A hallux abducto valgus deformity, commonly called a bunion, is a deformity characterized by medial deviation of the great toe, often erroneously described as an enlargement of bone or tissue around the joint at the head of the big toe. There is disagreement among medical professionals about the cause of bunions; some see them as primarily caused by the long-term use of shoes, particularly tight-fitting shoes with pointed toes, while others believe that the problem stems from genetic factors that are exacerbated by shoe use. Bunions occur when pressure is applied to the side of the big toe (hallux) forcing it inwards towards, and sometimes under or over, the other toes (angulation). As pressure is applied, the tissues surrounding the joint may become swollen and tender. In a survey of people from cultures that do not wear shoes, no cases of bunions were found, lending credence to the hypothesis that bunions are caused by ill-fitting shoes. The bump itself is partly due to the swollen bursal sac or an osseous (bony) anomaly on the metatarsophalangeal joint. The larger part of the bump is a normal part of the head of the first metatarsal bone that has tilted sideways to stick out at its top.

Causes
There are many reasons why this deformity occurs such as hereditary factors. Footwear habits. Foot type. Biomechanical factors (pronation). Neuromuscular dysfunction. Ligament Dysfunction (laxity). The most common causative factor is inheriting a foot type from your family that is prone to bunions. Feet that are subjected to pronation also have a higher incidence of attaining HAV deformities. This is a problem that has many causes and more than one may be occurring at the same time.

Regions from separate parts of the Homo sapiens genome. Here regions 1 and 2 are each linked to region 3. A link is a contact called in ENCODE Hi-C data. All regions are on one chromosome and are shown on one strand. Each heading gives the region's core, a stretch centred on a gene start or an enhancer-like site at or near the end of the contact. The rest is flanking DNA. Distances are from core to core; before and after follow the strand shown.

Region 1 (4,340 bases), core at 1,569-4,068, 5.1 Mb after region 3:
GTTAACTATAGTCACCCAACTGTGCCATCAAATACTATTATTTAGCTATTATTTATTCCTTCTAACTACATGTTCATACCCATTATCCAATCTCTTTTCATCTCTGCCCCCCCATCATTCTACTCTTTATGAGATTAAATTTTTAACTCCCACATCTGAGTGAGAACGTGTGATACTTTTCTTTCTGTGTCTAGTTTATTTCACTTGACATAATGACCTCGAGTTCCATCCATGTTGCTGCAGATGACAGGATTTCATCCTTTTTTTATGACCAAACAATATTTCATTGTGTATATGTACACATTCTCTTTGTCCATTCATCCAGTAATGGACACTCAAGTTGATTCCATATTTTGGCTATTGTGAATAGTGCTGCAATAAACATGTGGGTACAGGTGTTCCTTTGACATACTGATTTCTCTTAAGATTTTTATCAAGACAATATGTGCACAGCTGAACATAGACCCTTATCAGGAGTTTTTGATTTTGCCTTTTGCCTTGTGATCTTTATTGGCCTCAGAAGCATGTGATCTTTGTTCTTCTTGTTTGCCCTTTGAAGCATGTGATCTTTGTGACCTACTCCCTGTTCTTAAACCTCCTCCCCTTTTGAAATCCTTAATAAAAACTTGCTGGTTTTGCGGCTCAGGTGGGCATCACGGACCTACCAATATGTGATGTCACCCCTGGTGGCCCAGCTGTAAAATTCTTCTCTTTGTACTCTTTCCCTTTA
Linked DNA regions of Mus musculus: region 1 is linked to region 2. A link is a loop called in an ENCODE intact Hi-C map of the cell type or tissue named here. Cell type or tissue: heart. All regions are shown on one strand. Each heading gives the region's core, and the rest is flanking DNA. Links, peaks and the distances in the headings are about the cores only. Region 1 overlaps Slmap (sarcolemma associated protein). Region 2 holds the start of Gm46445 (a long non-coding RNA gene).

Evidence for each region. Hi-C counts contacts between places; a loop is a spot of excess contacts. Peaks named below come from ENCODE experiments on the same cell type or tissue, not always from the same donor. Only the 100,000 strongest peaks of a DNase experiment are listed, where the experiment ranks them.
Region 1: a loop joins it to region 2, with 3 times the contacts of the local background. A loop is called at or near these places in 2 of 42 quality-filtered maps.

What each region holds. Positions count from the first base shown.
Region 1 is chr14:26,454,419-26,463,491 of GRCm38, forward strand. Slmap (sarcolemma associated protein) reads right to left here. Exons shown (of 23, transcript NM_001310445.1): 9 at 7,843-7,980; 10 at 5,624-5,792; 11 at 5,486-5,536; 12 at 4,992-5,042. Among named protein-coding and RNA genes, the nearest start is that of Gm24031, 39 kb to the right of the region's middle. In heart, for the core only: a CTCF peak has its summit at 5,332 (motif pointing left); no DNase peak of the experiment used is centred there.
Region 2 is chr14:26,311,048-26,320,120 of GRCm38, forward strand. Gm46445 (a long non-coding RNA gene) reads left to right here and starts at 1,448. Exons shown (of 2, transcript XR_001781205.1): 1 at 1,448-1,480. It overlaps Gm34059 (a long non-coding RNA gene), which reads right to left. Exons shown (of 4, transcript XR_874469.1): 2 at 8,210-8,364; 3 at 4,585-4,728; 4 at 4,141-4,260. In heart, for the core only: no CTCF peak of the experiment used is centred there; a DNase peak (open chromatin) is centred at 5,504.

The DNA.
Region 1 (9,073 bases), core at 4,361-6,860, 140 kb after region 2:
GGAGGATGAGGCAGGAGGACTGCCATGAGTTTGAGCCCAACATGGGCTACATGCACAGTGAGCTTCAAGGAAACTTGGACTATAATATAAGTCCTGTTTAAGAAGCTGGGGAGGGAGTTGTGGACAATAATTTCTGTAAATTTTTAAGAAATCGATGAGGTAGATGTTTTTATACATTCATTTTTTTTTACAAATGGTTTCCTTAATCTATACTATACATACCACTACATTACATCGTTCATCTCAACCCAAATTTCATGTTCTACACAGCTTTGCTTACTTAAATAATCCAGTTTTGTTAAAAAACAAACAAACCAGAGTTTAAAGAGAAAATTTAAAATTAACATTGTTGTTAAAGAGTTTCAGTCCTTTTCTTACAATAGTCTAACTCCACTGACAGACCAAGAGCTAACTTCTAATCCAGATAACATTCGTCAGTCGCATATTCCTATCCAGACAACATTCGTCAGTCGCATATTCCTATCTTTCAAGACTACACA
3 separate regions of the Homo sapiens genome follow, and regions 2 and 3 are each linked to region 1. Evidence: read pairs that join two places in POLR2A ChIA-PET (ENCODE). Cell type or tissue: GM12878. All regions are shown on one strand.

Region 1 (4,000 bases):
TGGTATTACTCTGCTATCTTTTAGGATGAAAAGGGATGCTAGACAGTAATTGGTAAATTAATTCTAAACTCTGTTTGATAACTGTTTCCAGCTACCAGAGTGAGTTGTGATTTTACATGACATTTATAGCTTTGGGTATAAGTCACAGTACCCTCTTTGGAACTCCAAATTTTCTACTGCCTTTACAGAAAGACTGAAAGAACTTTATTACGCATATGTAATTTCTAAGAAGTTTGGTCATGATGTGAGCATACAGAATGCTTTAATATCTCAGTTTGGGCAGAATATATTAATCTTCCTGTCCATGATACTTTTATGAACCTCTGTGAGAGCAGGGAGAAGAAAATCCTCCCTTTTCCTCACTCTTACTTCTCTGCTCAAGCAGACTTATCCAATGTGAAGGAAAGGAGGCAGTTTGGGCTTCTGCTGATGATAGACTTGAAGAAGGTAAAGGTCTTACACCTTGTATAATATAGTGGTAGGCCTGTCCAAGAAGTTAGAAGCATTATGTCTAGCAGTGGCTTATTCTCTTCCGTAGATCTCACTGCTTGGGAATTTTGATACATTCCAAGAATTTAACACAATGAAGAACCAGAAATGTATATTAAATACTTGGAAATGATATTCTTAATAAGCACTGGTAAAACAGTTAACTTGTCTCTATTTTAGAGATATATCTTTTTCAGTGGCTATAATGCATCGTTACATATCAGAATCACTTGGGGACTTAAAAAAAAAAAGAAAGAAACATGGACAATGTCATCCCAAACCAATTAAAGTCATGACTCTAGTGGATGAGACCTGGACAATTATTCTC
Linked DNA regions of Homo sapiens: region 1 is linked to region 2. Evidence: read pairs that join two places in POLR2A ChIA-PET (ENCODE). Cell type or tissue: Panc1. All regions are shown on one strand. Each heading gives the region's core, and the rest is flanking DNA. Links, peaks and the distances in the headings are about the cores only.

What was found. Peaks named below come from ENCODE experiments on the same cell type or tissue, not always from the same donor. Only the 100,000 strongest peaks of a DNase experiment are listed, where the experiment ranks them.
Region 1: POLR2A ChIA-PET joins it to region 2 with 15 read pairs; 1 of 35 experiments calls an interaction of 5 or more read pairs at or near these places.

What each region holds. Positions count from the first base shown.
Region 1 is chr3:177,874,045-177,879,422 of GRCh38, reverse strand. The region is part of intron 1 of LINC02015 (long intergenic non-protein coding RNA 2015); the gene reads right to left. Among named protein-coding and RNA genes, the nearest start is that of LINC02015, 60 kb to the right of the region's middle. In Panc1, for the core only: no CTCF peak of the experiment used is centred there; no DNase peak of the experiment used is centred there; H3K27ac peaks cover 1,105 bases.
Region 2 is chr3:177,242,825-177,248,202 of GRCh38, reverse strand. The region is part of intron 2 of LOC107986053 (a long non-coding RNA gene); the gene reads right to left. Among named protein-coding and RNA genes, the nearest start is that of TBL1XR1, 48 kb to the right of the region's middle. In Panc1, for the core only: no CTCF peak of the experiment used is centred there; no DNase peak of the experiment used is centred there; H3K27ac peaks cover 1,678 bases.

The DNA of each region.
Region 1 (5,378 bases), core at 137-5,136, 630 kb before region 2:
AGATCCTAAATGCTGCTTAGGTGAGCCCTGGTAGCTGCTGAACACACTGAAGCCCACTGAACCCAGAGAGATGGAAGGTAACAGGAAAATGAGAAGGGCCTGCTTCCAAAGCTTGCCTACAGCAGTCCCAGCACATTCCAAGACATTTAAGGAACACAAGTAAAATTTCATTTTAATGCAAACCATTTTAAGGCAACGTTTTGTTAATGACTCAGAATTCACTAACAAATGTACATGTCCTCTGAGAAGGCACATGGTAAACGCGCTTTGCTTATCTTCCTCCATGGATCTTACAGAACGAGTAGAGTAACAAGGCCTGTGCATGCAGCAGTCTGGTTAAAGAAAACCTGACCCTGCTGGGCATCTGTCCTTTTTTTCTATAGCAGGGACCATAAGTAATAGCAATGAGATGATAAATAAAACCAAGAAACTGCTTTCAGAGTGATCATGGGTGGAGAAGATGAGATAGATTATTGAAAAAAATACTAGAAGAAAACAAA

SymptomsBunions typically start out as a mild bump or outward bending of the big toe. Bunions at this stage are usually only a concern of appearance at this stage, and at this point they often don't hurt much. Over time, the ligaments that connect the bones of the toe stretch out, and the tendons attaching to the big toe gradually pull it farther and farther towards the second toe. Sometimes patients will find their first and second toes begin to press together too much, and they'll often get a painful corn between those toes. As the bunion progresses, the big toe may begin to ride on top of the second toe, or vice versa, creating a second deformity. Others will develop bump pain at the site of the bony enlargement on the side of the foot. A painful bursa may develop at that site. This is particularly true in tight shoes. Many patients also develop a painful callus beneath the foot. Capsulitis and other types of metatarsalgia may develop in the joints beneath these calluses, particularly in the second and third metatarsophalangeal joints (the joints in the ball of the foot). Over time, with the toe held in a crooked position for enough time, arthritis develops in the big toe joint. This will usually result in decreased range of motion of that joint (a condition known as "Hallux Limitis"), which as a result, often causes the patient to changes in the way a patient walks. Often the patient walks in an "out-toed", or duck-like, fashion, which very frequently causes secondary pain in the legs, knee, hip, and low back.

Diagnosis
Although bunions are usually obvious from the pain and unusual shape of the toe, further investigation is often advisable. Your doctor will usually send you for X-rays to determine the extent of the deformity. Blood tests may be advised to see if some type of arthritis could be causing the pain. Based on this evaluation, your doctor can determine whether you need orthopaedic shoes, medication, surgery or other treatment.